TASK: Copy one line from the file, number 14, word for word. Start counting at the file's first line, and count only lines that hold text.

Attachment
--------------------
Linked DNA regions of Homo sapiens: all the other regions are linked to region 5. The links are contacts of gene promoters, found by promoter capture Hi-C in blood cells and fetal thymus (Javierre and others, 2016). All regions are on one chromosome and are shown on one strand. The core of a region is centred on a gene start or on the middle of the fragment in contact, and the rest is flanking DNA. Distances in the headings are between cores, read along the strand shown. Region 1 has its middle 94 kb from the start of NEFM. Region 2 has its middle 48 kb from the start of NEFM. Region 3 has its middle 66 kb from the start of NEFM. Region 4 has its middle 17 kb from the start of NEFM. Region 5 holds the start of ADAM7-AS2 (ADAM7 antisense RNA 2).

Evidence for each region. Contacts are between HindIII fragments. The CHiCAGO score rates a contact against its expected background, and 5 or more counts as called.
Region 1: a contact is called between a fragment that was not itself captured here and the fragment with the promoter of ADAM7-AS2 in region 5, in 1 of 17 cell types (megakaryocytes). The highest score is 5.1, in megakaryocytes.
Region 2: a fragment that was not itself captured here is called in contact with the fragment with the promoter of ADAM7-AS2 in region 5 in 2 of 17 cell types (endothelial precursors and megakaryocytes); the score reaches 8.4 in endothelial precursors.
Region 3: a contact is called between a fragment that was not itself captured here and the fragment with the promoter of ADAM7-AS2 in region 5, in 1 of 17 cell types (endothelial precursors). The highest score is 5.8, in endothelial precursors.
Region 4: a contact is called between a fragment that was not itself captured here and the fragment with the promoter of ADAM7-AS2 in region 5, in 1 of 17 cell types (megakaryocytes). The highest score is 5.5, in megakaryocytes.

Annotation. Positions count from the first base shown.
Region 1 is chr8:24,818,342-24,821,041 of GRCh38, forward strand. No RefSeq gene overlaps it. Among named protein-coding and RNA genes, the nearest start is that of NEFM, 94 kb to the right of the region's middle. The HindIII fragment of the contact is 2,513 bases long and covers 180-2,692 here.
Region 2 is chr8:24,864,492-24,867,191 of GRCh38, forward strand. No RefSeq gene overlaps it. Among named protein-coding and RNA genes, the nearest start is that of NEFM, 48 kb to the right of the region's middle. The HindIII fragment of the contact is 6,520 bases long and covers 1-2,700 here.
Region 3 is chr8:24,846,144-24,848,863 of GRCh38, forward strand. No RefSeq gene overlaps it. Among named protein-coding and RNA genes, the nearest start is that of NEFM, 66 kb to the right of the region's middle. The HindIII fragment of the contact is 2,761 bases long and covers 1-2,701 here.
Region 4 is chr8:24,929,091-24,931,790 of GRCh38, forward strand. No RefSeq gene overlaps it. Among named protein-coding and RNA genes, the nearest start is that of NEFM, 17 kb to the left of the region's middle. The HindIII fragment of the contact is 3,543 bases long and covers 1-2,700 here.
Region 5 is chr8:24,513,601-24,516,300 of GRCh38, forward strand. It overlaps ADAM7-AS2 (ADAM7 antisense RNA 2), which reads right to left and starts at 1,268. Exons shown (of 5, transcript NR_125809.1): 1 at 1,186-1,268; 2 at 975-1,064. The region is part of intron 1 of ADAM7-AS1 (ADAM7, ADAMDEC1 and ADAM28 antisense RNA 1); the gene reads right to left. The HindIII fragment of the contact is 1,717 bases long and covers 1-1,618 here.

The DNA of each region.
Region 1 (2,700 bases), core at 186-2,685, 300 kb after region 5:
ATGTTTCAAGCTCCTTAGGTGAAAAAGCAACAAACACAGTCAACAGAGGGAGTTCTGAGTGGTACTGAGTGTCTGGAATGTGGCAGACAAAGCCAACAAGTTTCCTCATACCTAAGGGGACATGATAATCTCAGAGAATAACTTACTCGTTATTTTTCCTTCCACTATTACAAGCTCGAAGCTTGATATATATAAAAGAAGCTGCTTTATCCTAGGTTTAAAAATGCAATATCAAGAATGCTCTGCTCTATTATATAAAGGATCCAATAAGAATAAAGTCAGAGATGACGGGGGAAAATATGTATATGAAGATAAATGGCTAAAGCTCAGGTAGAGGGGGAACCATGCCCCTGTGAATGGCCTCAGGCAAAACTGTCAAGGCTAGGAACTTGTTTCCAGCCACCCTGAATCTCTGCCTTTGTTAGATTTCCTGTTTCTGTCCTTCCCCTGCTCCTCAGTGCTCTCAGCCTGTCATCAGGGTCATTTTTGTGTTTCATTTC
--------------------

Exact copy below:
Region 1 (2,700 bases), core at 186-2,685, 300 kb after region 5: